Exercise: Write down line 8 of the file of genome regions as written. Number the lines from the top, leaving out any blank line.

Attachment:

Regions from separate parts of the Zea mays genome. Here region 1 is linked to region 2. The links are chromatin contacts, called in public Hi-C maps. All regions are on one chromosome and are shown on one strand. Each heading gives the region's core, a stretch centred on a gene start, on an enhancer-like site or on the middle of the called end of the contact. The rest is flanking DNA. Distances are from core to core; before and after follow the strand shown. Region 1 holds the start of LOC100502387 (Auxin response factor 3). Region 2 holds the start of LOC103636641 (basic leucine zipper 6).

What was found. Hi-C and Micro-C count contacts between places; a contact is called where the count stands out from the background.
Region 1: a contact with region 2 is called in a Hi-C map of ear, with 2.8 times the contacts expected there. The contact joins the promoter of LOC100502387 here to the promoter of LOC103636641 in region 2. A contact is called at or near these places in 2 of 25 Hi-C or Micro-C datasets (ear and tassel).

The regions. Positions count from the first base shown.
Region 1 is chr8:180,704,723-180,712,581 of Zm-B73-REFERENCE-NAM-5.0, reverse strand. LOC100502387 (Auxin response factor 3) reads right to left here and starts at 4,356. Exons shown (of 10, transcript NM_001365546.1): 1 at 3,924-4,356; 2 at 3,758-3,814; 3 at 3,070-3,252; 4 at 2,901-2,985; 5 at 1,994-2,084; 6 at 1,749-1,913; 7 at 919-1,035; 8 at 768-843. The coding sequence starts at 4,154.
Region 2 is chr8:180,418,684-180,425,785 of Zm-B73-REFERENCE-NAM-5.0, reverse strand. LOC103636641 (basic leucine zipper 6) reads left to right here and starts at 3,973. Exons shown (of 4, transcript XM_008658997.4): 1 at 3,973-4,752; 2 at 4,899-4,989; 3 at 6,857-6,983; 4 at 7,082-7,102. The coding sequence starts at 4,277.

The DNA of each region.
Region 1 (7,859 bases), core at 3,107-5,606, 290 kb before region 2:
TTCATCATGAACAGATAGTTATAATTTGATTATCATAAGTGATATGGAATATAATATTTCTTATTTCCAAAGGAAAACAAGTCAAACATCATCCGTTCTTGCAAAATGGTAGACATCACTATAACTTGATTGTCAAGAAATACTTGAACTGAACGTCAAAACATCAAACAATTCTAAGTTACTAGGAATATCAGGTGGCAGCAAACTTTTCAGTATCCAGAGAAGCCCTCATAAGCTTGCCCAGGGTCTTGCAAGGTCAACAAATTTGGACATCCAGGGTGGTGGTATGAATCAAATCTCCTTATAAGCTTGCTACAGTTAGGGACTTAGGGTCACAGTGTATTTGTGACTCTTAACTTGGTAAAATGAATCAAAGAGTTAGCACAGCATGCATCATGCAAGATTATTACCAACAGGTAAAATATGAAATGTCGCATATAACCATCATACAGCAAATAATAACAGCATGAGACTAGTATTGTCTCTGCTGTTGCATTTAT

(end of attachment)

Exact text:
Region 1 (7,859 bases), core at 3,107-5,606, 290 kb before region 2: